Why are draft horses called draft horses?

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asked Mar 12 in Horses by AndySteel (800 points)
Why are draft horses called draft horses?

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answered Mar 19 by 51Hawker (1,060 points)
Draft horses are called draft horses because the name draft refers to and means the force to pull a load.

A Draft Horse is bred and used to pull things and do work that requires lots of heavy hauling.

Draft horses got their name as the term draft is defined as the force required to pull a load or something that is pulled or drawn.

Draft horses are large, heavy breeds of horses characterized by tall stature (>16 hands), heavy muscular build, and large body size (>1400 lb).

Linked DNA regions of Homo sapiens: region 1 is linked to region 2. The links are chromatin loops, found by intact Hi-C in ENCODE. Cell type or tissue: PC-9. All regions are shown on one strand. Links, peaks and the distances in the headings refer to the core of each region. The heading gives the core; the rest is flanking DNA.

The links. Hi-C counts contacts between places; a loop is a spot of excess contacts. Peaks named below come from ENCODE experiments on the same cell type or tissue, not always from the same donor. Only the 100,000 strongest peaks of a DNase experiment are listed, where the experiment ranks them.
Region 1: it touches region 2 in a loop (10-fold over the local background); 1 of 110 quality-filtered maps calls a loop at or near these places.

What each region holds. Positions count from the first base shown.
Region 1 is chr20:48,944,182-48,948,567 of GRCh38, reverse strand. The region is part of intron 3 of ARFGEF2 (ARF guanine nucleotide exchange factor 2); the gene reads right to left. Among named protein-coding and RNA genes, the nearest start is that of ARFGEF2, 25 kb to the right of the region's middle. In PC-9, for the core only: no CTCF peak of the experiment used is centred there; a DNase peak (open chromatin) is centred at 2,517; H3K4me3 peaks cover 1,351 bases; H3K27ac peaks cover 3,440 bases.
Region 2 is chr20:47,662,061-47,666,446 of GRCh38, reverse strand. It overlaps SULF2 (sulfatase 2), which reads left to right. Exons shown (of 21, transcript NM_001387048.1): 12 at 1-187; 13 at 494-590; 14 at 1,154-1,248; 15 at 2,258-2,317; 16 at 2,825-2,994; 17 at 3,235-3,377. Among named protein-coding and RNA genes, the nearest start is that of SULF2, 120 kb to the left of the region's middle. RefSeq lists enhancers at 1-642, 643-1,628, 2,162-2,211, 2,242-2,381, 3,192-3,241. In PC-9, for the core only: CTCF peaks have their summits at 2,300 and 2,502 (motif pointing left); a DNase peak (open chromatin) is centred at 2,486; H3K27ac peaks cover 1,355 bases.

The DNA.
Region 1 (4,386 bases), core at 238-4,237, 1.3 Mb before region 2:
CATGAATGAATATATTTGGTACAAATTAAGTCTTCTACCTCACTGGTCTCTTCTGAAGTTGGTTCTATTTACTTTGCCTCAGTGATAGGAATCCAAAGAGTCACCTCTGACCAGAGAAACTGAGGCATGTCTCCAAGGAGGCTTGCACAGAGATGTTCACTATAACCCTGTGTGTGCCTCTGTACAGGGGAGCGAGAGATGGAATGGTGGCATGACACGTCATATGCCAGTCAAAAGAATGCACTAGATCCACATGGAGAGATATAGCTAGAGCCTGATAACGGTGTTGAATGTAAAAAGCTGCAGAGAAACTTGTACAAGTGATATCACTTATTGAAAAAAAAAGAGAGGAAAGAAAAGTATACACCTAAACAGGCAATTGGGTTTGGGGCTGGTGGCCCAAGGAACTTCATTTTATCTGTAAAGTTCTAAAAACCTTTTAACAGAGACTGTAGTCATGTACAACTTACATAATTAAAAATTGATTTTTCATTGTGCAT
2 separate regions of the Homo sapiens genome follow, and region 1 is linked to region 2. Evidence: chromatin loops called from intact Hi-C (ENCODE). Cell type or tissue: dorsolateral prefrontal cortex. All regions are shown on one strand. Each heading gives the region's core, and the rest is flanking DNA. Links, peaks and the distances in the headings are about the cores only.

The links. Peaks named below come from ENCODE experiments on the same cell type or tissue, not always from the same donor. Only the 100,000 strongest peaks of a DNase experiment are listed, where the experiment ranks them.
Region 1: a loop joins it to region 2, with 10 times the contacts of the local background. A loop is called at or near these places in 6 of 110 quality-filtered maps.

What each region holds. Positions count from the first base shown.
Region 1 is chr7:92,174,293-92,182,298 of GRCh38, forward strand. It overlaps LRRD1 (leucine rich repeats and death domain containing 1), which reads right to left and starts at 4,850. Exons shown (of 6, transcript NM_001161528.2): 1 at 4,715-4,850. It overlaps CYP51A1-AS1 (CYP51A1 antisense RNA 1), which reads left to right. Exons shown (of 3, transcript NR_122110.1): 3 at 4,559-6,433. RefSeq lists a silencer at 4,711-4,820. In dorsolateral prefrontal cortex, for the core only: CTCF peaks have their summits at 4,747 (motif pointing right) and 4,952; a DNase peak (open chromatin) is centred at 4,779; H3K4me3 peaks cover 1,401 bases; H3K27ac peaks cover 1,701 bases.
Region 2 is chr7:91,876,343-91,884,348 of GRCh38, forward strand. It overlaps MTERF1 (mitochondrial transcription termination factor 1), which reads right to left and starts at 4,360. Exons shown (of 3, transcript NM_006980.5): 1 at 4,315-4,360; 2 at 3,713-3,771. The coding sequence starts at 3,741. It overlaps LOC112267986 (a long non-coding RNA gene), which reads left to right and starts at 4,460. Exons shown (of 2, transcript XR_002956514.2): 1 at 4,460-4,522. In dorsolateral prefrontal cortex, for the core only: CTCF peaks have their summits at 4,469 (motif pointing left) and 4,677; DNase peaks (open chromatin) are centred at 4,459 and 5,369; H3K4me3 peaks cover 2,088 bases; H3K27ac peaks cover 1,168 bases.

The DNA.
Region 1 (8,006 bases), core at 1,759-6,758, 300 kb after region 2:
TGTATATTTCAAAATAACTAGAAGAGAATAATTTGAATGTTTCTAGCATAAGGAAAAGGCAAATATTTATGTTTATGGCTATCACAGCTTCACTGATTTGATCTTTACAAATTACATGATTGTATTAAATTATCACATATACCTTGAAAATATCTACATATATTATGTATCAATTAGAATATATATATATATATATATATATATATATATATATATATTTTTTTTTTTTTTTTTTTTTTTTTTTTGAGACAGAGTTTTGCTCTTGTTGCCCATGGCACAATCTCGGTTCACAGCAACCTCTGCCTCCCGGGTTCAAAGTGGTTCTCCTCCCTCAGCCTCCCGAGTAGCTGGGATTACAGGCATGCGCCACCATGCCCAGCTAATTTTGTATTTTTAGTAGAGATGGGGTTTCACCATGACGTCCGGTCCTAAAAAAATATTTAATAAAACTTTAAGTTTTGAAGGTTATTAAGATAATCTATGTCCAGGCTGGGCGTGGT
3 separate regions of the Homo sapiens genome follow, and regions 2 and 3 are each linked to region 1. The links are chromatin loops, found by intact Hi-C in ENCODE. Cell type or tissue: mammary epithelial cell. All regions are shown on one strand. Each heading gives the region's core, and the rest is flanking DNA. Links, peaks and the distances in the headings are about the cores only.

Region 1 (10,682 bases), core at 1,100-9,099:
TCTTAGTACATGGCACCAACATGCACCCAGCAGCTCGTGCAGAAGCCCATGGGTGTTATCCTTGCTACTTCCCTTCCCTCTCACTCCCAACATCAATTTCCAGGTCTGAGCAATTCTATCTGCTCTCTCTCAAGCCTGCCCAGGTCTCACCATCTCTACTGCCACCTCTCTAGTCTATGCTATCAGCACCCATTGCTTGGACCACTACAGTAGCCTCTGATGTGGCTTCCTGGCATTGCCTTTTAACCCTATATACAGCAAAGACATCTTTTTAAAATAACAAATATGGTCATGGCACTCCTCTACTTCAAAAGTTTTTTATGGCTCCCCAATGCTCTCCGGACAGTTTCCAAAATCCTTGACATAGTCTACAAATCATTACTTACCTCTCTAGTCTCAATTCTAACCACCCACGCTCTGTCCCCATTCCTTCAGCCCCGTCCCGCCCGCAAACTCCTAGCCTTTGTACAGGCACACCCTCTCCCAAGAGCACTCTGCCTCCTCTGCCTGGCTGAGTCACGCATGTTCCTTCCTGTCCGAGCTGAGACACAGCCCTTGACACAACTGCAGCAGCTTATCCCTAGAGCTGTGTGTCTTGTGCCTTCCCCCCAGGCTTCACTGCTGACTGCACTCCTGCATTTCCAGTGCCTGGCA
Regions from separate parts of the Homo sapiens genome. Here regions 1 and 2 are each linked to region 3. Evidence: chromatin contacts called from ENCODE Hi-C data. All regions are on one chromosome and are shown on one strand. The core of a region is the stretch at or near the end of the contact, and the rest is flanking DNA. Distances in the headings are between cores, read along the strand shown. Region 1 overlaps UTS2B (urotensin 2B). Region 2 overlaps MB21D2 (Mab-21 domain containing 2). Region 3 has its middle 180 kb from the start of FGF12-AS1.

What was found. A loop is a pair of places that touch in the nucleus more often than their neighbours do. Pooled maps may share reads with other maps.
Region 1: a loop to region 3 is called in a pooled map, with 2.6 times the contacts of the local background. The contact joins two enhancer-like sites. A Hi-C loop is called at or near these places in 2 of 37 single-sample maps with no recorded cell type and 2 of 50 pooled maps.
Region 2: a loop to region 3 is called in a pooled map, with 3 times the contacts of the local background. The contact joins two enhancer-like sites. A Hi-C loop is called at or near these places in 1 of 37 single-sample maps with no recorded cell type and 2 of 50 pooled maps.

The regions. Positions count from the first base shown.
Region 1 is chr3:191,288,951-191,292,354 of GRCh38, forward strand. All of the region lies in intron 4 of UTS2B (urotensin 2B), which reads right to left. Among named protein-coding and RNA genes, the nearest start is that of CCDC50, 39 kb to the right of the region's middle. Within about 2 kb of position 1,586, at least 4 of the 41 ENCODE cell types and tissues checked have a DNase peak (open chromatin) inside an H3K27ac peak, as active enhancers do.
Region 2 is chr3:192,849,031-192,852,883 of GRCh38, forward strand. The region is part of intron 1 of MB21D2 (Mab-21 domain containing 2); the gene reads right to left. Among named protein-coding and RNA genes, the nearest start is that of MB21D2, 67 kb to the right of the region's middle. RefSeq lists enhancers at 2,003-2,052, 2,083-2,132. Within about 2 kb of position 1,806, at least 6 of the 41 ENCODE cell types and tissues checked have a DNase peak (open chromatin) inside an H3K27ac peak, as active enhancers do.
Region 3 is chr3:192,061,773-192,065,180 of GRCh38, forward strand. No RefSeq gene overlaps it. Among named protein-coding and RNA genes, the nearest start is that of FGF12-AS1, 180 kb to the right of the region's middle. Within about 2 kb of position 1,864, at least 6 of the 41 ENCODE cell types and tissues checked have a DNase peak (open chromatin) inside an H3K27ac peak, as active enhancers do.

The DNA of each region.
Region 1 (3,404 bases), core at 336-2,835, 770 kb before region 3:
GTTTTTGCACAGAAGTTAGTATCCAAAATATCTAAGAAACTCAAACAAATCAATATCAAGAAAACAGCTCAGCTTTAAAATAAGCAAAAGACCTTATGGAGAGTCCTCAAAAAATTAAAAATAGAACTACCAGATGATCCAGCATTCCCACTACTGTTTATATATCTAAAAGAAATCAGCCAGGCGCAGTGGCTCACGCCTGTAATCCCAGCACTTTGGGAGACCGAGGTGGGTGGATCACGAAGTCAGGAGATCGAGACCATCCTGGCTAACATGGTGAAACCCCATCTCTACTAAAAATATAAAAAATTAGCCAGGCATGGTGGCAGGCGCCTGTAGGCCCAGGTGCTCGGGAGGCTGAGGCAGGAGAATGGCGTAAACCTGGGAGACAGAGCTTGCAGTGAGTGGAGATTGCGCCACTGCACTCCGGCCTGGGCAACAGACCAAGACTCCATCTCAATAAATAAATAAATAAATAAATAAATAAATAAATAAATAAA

Common breeds include Percheron, Belgian, Shire, and Clydesdale, and they are often used in pulling, plowing, and farm labor.

Draft horse breeds are bred to have the strength to pull heavy loads, such as logging, plowing and hauling hitches.

Belgian draft horses tend to be a bit shorter and stockier than Clydesdales, with broad backs, strong shoulders and kind, gentle dispositions.

Belgians average 16.2 to 18 hands. Clydesdales tend to be around 18 hands and appear slightly less muscular and stocky.

A draft horse, draught horse or dray horse, less often called a carthorse, work horse or heavy horse, is a large horse bred to be a working animal doing hard tasks such as plowing and other farm labor.

While most draft horses are used for driving, they can be ridden and some of the lighter draft breeds are capable performers under saddle.

Draft Horses can live from 25 to 30 years depending on the breed.

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